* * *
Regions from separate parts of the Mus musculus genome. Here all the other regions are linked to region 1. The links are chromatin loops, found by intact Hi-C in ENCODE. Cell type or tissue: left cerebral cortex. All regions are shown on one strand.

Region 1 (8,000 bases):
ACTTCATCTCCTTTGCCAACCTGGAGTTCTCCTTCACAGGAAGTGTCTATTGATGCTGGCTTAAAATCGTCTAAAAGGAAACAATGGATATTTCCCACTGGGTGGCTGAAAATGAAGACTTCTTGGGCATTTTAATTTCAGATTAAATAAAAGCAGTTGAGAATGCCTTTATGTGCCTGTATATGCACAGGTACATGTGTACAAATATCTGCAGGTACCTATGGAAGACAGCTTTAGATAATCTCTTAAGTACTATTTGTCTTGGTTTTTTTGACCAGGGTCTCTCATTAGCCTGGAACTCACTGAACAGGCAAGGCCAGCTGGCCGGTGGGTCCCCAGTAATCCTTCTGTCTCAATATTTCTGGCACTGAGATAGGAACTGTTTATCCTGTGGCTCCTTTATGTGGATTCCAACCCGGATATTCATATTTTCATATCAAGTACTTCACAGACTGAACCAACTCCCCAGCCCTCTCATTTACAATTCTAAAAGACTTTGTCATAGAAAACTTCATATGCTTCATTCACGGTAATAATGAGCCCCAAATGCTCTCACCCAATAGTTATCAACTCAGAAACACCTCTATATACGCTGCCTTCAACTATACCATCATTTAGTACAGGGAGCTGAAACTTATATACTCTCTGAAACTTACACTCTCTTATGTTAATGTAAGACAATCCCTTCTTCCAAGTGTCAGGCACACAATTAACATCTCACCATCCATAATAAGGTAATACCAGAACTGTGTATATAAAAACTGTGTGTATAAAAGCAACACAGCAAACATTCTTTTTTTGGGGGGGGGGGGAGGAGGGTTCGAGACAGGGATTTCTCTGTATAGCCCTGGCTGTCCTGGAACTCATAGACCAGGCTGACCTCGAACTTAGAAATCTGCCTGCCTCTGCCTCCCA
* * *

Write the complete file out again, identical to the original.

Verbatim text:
Regions from separate parts of the Mus musculus genome. Here all the other regions are linked to region 1. The links are chromatin loops, found by intact Hi-C in ENCODE. Cell type or tissue: left cerebral cortex. All regions are shown on one strand.

Region 1 (8,000 bases):
ACTTCATCTCCTTTGCCAACCTGGAGTTCTCCTTCACAGGAAGTGTCTATTGATGCTGGCTTAAAATCGTCTAAAAGGAAACAATGGATATTTCCCACTGGGTGGCTGAAAATGAAGACTTCTTGGGCATTTTAATTTCAGATTAAATAAAAGCAGTTGAGAATGCCTTTATGTGCCTGTATATGCACAGGTACATGTGTACAAATATCTGCAGGTACCTATGGAAGACAGCTTTAGATAATCTCTTAAGTACTATTTGTCTTGGTTTTTTTGACCAGGGTCTCTCATTAGCCTGGAACTCACTGAACAGGCAAGGCCAGCTGGCCGGTGGGTCCCCAGTAATCCTTCTGTCTCAATATTTCTGGCACTGAGATAGGAACTGTTTATCCTGTGGCTCCTTTATGTGGATTCCAACCCGGATATTCATATTTTCATATCAAGTACTTCACAGACTGAACCAACTCCCCAGCCCTCTCATTTACAATTCTAAAAGACTTTGTCATAGAAAACTTCATATGCTTCATTCACGGTAATAATGAGCCCCAAATGCTCTCACCCAATAGTTATCAACTCAGAAACACCTCTATATACGCTGCCTTCAACTATACCATCATTTAGTACAGGGAGCTGAAACTTATATACTCTCTGAAACTTACACTCTCTTATGTTAATGTAAGACAATCCCTTCTTCCAAGTGTCAGGCACACAATTAACATCTCACCATCCATAATAAGGTAATACCAGAACTGTGTATATAAAAACTGTGTGTATAAAAGCAACACAGCAAACATTCTTTTTTTGGGGGGGGGGGGAGGAGGGTTCGAGACAGGGATTTCTCTGTATAGCCCTGGCTGTCCTGGAACTCATAGACCAGGCTGACCTCGAACTTAGAAATCTGCCTGCCTCTGCCTCCCA